- The Washington Times - Tuesday, August 8, 2006

Stan Kasten tried to crystallize the motivation for trading Livan Hernandez, the only starting pitcher on whom the Washington Nationals can rely, to the Arizona Diamondbacks.

“What is critical for us now is to get our foundation built such that we can really have the best jumping-off point when that day gets here, which I hope is Opening Day 2008,” the Nationals’ president said. “We can’t have a jumping-off point until our foundation is solid.”

The top row in the 500 section at RFK Stadium should provide a solid enough foundation for jumping off for fans who must endure the agony of watching someone in a Nationals uniform take the mound the rest of the season.

Ramon Ortiz. Tony Armas Jr. Pedro Astacio. After that, it is a very small cast of pitchers who even know how to get dressed in a major league clubhouse.

“The one advantage in a situation like we are in is that you get to find out what pitchers are going to be able to help you in the future and what pitchers are not,” general manager Jim Bowden said. “People get opportunities. … Sometimes when you have trades or injuries, it is an advantage because you get to see other people and make decisions on them.”

So the rest of the season will sort of be like “America’s Got Talent,” only with Bowden serving as Regis Philbin. And, hey, at least now, with the MASN-Comcast dispute settled, everybody will be able to watch it on television.

It won’t be pretty. It will be painful. But it is what it is: trying to rebuild a franchise gutted by years of financial problems in Montreal and by five years of ownership by Major League Baseball.

Bowden appears on the right track with this deal that brings two well-regarded pitching prospects from the Diamondbacks to the Nats.

The best guarantee of the chances for major league success for the two 23-year-olds, right-hander Garrett Mock and left-hander Matt Chico, is that nobody knows them better than the new Nationals assistant general manager and vice president of baseball operations, Mike Rizzo.

He drafted Mock and Chico while working as director of scouting for the Diamondbacks, which increases the odds of these two young pitchers developing into major leaguers. This deal is unique in the sense that the team getting the prospects knows them as well as the team dealing them away.

“Obviously, having Mike Rizzo with our organization was an advantage in this transaction because nobody knows their farm system better than Mike, being over there for seven years, the last five years as scouting director,” Bowden said.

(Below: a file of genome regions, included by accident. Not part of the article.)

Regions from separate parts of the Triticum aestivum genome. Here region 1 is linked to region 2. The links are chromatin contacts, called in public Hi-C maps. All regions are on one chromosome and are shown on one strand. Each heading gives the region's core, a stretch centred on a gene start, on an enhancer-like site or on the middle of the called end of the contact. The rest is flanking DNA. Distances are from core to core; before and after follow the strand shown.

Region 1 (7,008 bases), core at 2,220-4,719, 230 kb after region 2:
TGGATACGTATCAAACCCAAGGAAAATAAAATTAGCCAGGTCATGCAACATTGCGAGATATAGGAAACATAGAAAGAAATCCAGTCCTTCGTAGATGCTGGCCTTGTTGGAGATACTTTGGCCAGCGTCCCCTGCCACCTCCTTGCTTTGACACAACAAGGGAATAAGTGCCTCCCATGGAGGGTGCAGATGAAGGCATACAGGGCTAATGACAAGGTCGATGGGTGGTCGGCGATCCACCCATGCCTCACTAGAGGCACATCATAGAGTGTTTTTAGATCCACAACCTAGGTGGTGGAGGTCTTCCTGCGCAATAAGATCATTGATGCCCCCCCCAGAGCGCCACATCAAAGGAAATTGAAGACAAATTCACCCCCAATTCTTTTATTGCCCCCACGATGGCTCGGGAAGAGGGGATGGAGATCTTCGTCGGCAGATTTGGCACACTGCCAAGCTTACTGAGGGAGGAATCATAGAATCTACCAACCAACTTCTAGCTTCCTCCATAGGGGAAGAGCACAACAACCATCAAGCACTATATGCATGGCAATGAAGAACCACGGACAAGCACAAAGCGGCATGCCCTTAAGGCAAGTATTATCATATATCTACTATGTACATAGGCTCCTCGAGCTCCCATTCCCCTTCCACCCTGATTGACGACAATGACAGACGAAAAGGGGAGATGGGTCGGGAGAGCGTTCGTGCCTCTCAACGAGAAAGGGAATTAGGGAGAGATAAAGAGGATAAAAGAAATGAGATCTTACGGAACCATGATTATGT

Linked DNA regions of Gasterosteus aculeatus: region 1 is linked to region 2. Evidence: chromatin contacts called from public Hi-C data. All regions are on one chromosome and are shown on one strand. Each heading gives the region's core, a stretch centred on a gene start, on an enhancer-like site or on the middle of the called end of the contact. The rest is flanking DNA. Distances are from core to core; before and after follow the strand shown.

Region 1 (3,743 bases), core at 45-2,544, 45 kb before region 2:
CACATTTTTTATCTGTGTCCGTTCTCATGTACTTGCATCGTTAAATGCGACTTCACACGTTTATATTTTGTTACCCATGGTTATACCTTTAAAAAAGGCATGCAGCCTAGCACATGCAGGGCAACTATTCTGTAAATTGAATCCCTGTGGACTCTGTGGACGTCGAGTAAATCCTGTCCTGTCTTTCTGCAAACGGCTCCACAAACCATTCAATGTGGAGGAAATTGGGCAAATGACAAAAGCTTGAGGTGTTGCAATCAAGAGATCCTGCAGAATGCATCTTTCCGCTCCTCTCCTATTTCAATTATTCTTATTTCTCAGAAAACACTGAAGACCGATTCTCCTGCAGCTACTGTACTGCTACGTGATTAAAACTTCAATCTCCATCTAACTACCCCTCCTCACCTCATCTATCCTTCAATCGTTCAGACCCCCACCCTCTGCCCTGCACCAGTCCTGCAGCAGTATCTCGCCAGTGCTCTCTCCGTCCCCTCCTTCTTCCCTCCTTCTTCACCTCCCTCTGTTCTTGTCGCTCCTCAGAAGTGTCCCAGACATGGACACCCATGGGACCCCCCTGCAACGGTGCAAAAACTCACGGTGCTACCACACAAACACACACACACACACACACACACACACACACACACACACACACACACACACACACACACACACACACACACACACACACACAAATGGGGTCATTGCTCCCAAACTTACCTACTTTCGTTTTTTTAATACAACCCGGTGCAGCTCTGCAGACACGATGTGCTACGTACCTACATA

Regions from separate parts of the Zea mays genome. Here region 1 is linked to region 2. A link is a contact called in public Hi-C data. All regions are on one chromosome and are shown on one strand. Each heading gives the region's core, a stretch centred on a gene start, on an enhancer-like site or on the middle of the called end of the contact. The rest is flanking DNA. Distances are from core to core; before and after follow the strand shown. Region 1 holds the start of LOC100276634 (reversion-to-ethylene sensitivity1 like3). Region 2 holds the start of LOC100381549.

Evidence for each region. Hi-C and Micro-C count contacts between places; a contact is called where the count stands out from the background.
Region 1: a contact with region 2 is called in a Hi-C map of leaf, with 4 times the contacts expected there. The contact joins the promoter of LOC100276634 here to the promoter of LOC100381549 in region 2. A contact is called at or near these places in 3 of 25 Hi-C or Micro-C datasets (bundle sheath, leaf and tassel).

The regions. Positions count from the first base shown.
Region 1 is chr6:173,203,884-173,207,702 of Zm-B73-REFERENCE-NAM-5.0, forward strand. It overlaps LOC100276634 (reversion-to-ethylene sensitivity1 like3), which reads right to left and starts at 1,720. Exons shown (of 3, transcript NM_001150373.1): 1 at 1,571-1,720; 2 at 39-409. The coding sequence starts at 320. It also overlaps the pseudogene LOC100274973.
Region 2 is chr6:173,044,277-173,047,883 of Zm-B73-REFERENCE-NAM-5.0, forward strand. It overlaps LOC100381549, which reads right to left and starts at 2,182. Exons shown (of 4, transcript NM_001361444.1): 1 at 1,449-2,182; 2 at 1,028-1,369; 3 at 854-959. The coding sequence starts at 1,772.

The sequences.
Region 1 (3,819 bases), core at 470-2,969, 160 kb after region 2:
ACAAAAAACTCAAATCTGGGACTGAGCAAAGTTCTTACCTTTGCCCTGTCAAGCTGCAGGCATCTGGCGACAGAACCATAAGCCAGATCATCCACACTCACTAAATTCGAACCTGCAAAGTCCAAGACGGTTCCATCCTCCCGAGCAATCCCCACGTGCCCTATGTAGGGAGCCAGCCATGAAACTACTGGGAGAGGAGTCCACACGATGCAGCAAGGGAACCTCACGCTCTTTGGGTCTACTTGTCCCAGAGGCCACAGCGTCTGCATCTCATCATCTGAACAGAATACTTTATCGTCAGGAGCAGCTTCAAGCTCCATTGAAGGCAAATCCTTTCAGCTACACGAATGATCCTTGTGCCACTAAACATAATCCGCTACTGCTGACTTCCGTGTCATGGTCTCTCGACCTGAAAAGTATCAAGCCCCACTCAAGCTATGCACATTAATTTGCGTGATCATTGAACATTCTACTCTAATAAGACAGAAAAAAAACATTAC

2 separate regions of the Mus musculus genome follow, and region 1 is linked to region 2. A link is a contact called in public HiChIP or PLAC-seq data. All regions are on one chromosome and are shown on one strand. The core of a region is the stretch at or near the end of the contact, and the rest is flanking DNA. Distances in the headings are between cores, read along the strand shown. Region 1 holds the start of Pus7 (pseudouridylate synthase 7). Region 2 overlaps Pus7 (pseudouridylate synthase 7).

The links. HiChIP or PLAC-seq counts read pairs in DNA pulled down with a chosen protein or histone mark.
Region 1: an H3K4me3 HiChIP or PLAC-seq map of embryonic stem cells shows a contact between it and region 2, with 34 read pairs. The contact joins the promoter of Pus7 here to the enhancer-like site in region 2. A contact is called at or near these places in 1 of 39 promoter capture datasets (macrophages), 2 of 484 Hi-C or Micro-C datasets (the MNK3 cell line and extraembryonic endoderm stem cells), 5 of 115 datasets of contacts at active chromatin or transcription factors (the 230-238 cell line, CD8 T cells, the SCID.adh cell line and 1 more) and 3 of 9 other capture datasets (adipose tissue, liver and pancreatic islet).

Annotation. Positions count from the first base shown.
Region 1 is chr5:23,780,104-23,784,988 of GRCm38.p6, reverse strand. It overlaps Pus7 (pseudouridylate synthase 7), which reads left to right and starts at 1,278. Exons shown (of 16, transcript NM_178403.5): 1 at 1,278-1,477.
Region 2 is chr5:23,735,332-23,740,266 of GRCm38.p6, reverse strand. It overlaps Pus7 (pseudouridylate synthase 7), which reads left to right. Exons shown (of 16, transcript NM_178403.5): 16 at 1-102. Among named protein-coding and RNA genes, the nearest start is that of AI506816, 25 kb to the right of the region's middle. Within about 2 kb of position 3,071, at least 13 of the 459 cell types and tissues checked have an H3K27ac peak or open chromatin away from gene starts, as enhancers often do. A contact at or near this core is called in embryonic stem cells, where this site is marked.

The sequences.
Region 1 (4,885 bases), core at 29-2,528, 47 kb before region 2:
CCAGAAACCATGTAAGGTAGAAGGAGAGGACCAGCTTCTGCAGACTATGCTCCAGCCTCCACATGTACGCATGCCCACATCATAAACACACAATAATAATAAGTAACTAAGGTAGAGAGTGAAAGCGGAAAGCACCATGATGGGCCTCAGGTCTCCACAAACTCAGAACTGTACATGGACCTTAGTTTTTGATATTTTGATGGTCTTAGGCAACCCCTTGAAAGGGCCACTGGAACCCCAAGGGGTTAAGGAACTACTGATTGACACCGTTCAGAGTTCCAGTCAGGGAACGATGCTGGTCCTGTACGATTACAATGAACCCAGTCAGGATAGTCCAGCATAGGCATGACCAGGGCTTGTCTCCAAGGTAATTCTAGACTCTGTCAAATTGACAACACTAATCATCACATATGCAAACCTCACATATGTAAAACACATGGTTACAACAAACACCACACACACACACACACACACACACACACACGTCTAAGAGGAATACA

Mock and Chico were leading Arizona’s minor league system in strikeouts while pitching in Class AA. They will stay at that level for now with the Harrisburg Senators. Mock was 4-8 with a 4.95 ERA in 23 starts, while Chico was 7-2 with a 2.22 ERA in 13 starts.

Bowden tossed out names like Roger Clemens, Kevin Millwood and Mike Hampton in describing Mock and Chico, or “Chico and the Mock,” if you will.

“Mike Rizzo compared [Mock’s] body type to Roger Clemens,” he said. “Mike Rizzo saw him throw 90, 95, with a sinker, curveball, slider and change-up. He’s an innings-eater, a pitcher capable of throwing a lot of innings.

“[Scouting director] Dana Brown compared him with Kevin Millwood, that type of starter in the big leagues, maybe a number two starter,” Bowden said. “He’s thrown 92, 94 and up to 96 with a tremendous power slider, an average curveball and an above-average change-up.

“Mike Rizzo compares [Chico] a little bit to Mike Hampton, a similar body build. His fastball is 88 to 92, and he has a nasty cutter and a very good change-up. He is very athletic. He is a very durable left-hander, a competitor, hard-nosed demeanor on the mound, a winner, good stuff, good attitude.”

Know what? If one of them can prove to be a Livan Hernandez — even with the Mickey Lolich body type — it will be a good deal.

Livo has been an entertaining, throwback-style pitcher ever since he burst on the scene from Cuba and led the Florida Marlins to the 1997 World Series championship, winning two games and being named the Series most valuable player.

He has won 119 games since, including 50 for the Nationals. He has been a brilliant pitcher, so much so that Barry Bonds said last year he would love to have Hernandez, a former Giants teammate, back on his team.

Hernandez has given fans their money’s worth, never bowing out of games, leading all of baseball in complete games pitched since 2000 and in innings pitched in three straight seasons. And he has done so with flair.

So here’s what Nationals fans can do to pay tribute to Livo: Take this ridiculous DHL “Hometown Heroes” promotion — it has little to do with Washington baseball history, anyway — and use the debacle for something good.

Livan Hernandez, hometown hero.

He already was on the ballot, one of three Nationals, along with Jose Vidro and Brian Schneider, and two former Expos, Gary Carter and Rusty Staub.

What would be more fun than to both give Livo a proper sendoff and protest the farce that “Hometown Heroes” represents for Washington baseball fans by voting for an Arizona Diamondback?

Got a question about the Nats? Mark Zuckerman has the answers. To

submit a question, go to the Sports Page

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